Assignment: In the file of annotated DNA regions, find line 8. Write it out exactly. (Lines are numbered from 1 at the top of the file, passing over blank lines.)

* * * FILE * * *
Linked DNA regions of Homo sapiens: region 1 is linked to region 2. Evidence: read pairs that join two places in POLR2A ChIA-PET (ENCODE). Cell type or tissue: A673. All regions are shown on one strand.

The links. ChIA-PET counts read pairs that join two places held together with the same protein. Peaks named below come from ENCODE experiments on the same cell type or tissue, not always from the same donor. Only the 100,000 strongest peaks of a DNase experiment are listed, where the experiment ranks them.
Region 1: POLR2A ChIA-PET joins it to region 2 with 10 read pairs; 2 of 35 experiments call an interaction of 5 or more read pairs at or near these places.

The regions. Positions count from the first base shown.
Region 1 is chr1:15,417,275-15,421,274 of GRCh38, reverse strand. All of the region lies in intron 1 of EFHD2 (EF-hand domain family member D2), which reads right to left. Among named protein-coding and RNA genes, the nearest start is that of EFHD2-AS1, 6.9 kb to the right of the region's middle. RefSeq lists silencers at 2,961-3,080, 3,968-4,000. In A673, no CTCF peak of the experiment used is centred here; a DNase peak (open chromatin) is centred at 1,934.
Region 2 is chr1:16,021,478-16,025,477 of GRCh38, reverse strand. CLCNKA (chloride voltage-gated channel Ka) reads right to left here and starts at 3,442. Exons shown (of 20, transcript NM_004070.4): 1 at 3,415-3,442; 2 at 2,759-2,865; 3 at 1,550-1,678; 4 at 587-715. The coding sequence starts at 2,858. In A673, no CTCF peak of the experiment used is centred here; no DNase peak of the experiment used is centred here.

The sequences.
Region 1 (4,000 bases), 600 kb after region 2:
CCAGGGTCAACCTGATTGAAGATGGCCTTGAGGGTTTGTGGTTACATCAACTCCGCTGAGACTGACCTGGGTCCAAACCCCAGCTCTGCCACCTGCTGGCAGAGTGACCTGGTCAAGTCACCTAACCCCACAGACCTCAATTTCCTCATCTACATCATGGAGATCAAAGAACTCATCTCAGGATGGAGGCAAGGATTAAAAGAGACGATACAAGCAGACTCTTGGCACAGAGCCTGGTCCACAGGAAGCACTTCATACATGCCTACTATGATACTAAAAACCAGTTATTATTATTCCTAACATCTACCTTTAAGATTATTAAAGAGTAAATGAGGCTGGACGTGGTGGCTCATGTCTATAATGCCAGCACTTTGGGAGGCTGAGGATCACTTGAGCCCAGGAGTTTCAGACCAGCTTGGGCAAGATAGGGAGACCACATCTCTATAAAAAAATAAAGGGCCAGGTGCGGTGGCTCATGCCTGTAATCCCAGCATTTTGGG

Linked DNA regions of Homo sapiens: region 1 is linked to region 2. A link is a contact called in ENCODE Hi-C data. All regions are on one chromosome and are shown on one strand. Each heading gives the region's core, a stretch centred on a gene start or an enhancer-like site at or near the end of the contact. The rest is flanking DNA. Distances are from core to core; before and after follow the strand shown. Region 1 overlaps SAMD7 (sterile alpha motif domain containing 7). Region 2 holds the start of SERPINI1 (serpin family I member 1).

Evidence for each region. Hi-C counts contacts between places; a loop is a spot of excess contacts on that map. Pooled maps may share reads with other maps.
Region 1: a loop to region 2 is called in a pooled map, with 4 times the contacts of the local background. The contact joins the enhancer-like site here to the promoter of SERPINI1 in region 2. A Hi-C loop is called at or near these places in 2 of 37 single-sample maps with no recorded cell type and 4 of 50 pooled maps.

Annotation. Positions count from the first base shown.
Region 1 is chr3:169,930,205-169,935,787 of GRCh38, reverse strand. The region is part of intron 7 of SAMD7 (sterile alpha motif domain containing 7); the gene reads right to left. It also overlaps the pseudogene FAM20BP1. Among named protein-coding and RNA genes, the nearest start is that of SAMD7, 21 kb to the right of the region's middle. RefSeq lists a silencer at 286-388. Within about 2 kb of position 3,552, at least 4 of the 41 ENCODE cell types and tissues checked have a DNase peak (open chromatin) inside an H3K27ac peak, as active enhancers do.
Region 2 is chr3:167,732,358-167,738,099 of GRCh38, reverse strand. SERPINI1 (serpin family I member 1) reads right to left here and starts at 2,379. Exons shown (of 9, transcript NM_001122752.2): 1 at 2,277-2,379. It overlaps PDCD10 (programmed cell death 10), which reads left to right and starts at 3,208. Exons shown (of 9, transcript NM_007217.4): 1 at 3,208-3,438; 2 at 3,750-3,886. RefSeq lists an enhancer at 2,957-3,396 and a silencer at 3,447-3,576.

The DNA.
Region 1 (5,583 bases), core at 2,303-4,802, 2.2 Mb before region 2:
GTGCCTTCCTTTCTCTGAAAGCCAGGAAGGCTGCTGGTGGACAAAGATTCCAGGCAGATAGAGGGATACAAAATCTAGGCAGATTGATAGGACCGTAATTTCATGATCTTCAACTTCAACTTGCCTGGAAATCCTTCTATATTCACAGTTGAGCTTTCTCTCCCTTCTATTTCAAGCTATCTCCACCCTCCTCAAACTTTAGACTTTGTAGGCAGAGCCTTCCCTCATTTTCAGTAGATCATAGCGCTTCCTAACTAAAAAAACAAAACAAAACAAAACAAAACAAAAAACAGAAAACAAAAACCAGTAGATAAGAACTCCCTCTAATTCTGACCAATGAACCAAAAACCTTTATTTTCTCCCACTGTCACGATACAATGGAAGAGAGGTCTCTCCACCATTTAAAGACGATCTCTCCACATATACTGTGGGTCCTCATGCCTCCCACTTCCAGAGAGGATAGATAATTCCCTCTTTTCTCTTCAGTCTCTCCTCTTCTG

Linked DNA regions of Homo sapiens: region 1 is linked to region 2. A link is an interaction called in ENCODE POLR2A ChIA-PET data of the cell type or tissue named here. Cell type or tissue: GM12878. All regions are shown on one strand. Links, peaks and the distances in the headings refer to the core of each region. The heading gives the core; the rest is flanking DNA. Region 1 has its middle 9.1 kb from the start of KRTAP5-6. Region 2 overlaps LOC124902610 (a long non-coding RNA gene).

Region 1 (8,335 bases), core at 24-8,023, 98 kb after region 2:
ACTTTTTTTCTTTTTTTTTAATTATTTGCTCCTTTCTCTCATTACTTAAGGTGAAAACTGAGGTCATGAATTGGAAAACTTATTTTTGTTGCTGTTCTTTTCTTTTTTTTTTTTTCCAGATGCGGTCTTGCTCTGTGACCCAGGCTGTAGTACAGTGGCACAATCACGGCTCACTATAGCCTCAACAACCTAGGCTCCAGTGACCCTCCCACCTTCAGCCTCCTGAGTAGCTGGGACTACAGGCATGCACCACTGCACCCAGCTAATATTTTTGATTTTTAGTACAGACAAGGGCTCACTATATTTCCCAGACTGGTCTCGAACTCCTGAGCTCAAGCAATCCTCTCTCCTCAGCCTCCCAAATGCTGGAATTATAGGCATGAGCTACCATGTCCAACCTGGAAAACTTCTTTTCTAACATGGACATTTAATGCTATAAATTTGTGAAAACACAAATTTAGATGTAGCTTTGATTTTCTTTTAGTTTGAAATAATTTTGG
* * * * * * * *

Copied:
Region 1 (4,000 bases), 600 kb after region 2: